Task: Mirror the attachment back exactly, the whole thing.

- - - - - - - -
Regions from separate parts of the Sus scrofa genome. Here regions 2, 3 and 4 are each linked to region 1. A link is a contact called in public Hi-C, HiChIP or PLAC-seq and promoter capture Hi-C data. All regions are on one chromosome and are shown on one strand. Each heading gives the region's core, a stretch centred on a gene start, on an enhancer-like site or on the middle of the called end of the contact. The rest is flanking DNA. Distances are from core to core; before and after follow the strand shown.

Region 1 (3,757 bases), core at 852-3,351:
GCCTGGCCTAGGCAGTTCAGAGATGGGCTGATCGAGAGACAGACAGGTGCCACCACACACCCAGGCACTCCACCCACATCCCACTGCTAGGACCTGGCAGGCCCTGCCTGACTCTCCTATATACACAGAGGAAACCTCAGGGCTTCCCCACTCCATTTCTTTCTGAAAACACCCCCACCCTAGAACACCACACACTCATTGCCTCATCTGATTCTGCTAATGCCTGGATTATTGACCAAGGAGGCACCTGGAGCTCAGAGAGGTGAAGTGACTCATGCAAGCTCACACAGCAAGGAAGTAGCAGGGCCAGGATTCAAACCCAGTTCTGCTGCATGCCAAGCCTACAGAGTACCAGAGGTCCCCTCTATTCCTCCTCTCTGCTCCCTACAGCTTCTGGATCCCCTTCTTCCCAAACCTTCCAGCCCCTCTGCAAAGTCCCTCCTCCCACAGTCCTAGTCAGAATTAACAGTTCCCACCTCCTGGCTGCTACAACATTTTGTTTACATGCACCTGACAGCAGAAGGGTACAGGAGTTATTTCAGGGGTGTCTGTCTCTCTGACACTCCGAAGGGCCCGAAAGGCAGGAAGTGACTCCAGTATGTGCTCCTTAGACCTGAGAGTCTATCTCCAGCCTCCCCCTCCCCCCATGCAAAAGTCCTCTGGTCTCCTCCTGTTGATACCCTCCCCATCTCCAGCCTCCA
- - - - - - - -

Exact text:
Regions from separate parts of the Sus scrofa genome. Here regions 2, 3 and 4 are each linked to region 1. A link is a contact called in public Hi-C, HiChIP or PLAC-seq and promoter capture Hi-C data. All regions are on one chromosome and are shown on one strand. Each heading gives the region's core, a stretch centred on a gene start, on an enhancer-like site or on the middle of the called end of the contact. The rest is flanking DNA. Distances are from core to core; before and after follow the strand shown.

Region 1 (3,757 bases), core at 852-3,351:
GCCTGGCCTAGGCAGTTCAGAGATGGGCTGATCGAGAGACAGACAGGTGCCACCACACACCCAGGCACTCCACCCACATCCCACTGCTAGGACCTGGCAGGCCCTGCCTGACTCTCCTATATACACAGAGGAAACCTCAGGGCTTCCCCACTCCATTTCTTTCTGAAAACACCCCCACCCTAGAACACCACACACTCATTGCCTCATCTGATTCTGCTAATGCCTGGATTATTGACCAAGGAGGCACCTGGAGCTCAGAGAGGTGAAGTGACTCATGCAAGCTCACACAGCAAGGAAGTAGCAGGGCCAGGATTCAAACCCAGTTCTGCTGCATGCCAAGCCTACAGAGTACCAGAGGTCCCCTCTATTCCTCCTCTCTGCTCCCTACAGCTTCTGGATCCCCTTCTTCCCAAACCTTCCAGCCCCTCTGCAAAGTCCCTCCTCCCACAGTCCTAGTCAGAATTAACAGTTCCCACCTCCTGGCTGCTACAACATTTTGTTTACATGCACCTGACAGCAGAAGGGTACAGGAGTTATTTCAGGGGTGTCTGTCTCTCTGACACTCCGAAGGGCCCGAAAGGCAGGAAGTGACTCCAGTATGTGCTCCTTAGACCTGAGAGTCTATCTCCAGCCTCCCCCTCCCCCCATGCAAAAGTCCTCTGGTCTCCTCCTGTTGATACCCTCCCCATCTCCAGCCTCCA